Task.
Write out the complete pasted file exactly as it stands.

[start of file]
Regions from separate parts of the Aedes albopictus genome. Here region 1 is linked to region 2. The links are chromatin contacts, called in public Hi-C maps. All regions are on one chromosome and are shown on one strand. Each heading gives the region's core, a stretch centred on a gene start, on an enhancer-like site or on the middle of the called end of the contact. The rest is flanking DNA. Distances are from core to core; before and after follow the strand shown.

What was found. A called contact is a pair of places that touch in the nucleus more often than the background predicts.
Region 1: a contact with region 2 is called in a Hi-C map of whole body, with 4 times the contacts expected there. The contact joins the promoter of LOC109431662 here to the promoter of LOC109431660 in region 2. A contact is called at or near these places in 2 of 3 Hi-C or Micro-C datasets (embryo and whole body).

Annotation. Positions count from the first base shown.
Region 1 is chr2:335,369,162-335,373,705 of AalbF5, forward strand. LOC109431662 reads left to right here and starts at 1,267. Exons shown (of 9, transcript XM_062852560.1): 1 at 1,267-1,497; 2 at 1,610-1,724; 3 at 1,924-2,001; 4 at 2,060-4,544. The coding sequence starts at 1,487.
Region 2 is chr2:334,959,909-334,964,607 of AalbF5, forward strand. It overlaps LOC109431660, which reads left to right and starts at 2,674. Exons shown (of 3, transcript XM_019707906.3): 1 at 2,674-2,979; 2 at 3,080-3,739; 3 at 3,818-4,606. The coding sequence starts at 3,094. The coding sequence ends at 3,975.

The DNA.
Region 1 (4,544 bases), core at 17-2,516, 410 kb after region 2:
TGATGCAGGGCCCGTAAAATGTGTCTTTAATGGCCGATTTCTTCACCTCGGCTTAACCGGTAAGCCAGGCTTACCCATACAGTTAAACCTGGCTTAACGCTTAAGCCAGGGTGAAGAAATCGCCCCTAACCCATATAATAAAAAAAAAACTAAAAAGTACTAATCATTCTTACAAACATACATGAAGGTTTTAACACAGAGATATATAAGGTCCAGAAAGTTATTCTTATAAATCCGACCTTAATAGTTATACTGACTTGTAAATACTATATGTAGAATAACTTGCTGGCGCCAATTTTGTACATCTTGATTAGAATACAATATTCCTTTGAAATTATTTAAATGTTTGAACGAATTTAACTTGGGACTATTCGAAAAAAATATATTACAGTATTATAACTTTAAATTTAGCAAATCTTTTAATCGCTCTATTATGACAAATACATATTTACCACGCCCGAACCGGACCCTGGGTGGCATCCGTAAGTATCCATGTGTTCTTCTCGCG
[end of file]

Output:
Regions from separate parts of the Aedes albopictus genome. Here region 1 is linked to region 2. The links are chromatin contacts, called in public Hi-C maps. All regions are on one chromosome and are shown on one strand. Each heading gives the region's core, a stretch centred on a gene start, on an enhancer-like site or on the middle of the called end of the contact. The rest is flanking DNA. Distances are from core to core; before and after follow the strand shown.

What was found. A called contact is a pair of places that touch in the nucleus more often than the background predicts.
Region 1: a contact with region 2 is called in a Hi-C map of whole body, with 4 times the contacts expected there. The contact joins the promoter of LOC109431662 here to the promoter of LOC109431660 in region 2. A contact is called at or near these places in 2 of 3 Hi-C or Micro-C datasets (embryo and whole body).

Annotation. Positions count from the first base shown.
Region 1 is chr2:335,369,162-335,373,705 of AalbF5, forward strand. LOC109431662 reads left to right here and starts at 1,267. Exons shown (of 9, transcript XM_062852560.1): 1 at 1,267-1,497; 2 at 1,610-1,724; 3 at 1,924-2,001; 4 at 2,060-4,544. The coding sequence starts at 1,487.
Region 2 is chr2:334,959,909-334,964,607 of AalbF5, forward strand. It overlaps LOC109431660, which reads left to right and starts at 2,674. Exons shown (of 3, transcript XM_019707906.3): 1 at 2,674-2,979; 2 at 3,080-3,739; 3 at 3,818-4,606. The coding sequence starts at 3,094. The coding sequence ends at 3,975.

The DNA.
Region 1 (4,544 bases), core at 17-2,516, 410 kb after region 2:
TGATGCAGGGCCCGTAAAATGTGTCTTTAATGGCCGATTTCTTCACCTCGGCTTAACCGGTAAGCCAGGCTTACCCATACAGTTAAACCTGGCTTAACGCTTAAGCCAGGGTGAAGAAATCGCCCCTAACCCATATAATAAAAAAAAAACTAAAAAGTACTAATCATTCTTACAAACATACATGAAGGTTTTAACACAGAGATATATAAGGTCCAGAAAGTTATTCTTATAAATCCGACCTTAATAGTTATACTGACTTGTAAATACTATATGTAGAATAACTTGCTGGCGCCAATTTTGTACATCTTGATTAGAATACAATATTCCTTTGAAATTATTTAAATGTTTGAACGAATTTAACTTGGGACTATTCGAAAAAAATATATTACAGTATTATAACTTTAAATTTAGCAAATCTTTTAATCGCTCTATTATGACAAATACATATTTACCACGCCCGAACCGGACCCTGGGTGGCATCCGTAAGTATCCATGTGTTCTTCTCGCG